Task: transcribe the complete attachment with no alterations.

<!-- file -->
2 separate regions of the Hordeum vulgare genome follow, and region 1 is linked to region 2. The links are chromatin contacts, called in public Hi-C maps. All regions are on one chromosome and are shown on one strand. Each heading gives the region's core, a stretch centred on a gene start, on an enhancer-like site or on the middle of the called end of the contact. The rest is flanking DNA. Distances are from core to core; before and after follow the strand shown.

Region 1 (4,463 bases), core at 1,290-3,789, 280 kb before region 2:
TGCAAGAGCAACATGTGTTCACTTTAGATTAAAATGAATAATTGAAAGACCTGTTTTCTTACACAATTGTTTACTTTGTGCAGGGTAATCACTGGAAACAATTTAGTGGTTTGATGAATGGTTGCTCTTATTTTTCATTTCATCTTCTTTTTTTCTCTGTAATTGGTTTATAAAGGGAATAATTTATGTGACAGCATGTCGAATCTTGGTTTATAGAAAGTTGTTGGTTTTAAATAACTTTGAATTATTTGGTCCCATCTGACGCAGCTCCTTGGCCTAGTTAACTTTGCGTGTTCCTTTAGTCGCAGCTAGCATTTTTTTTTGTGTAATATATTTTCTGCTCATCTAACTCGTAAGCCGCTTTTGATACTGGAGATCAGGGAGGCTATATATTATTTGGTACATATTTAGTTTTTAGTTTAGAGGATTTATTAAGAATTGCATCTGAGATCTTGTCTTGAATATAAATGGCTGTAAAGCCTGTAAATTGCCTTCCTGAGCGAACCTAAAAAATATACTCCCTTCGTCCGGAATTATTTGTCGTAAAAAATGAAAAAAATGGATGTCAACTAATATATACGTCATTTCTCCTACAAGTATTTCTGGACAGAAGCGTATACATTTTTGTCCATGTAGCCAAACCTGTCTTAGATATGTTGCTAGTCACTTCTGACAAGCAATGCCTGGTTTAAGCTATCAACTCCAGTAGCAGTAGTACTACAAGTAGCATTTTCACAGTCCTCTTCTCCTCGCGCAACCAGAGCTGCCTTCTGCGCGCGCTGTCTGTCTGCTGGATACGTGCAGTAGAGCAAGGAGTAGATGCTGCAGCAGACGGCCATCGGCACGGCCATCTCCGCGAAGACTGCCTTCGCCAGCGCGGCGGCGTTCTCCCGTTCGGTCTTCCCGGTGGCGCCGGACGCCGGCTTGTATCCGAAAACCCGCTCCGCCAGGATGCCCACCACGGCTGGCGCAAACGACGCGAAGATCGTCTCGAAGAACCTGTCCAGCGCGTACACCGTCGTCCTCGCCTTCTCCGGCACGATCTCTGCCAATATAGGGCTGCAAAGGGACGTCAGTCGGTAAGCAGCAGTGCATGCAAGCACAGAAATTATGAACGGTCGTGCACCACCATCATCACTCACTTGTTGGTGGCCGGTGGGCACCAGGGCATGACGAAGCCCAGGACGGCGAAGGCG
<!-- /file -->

2 separate regions of the Hordeum vulgare genome follow, and region 1 is linked to region 2. The links are chromatin contacts, called in public Hi-C maps. All regions are on one chromosome and are shown on one strand. Each heading gives the region's core, a stretch centred on a gene start, on an enhancer-like site or on the middle of the called end of the contact. The rest is flanking DNA. Distances are from core to core; before and after follow the strand shown.

Region 1 (4,463 bases), core at 1,290-3,789, 280 kb before region 2:
TGCAAGAGCAACATGTGTTCACTTTAGATTAAAATGAATAATTGAAAGACCTGTTTTCTTACACAATTGTTTACTTTGTGCAGGGTAATCACTGGAAACAATTTAGTGGTTTGATGAATGGTTGCTCTTATTTTTCATTTCATCTTCTTTTTTTCTCTGTAATTGGTTTATAAAGGGAATAATTTATGTGACAGCATGTCGAATCTTGGTTTATAGAAAGTTGTTGGTTTTAAATAACTTTGAATTATTTGGTCCCATCTGACGCAGCTCCTTGGCCTAGTTAACTTTGCGTGTTCCTTTAGTCGCAGCTAGCATTTTTTTTTGTGTAATATATTTTCTGCTCATCTAACTCGTAAGCCGCTTTTGATACTGGAGATCAGGGAGGCTATATATTATTTGGTACATATTTAGTTTTTAGTTTAGAGGATTTATTAAGAATTGCATCTGAGATCTTGTCTTGAATATAAATGGCTGTAAAGCCTGTAAATTGCCTTCCTGAGCGAACCTAAAAAATATACTCCCTTCGTCCGGAATTATTTGTCGTAAAAAATGAAAAAAATGGATGTCAACTAATATATACGTCATTTCTCCTACAAGTATTTCTGGACAGAAGCGTATACATTTTTGTCCATGTAGCCAAACCTGTCTTAGATATGTTGCTAGTCACTTCTGACAAGCAATGCCTGGTTTAAGCTATCAACTCCAGTAGCAGTAGTACTACAAGTAGCATTTTCACAGTCCTCTTCTCCTCGCGCAACCAGAGCTGCCTTCTGCGCGCGCTGTCTGTCTGCTGGATACGTGCAGTAGAGCAAGGAGTAGATGCTGCAGCAGACGGCCATCGGCACGGCCATCTCCGCGAAGACTGCCTTCGCCAGCGCGGCGGCGTTCTCCCGTTCGGTCTTCCCGGTGGCGCCGGACGCCGGCTTGTATCCGAAAACCCGCTCCGCCAGGATGCCCACCACGGCTGGCGCAAACGACGCGAAGATCGTCTCGAAGAACCTGTCCAGCGCGTACACCGTCGTCCTCGCCTTCTCCGGCACGATCTCTGCCAATATAGGGCTGCAAAGGGACGTCAGTCGGTAAGCAGCAGTGCATGCAAGCACAGAAATTATGAACGGTCGTGCACCACCATCATCACTCACTTGTTGGTGGCCGGTGGGCACCAGGGCATGACGAAGCCCAGGACGGCGAAGGCG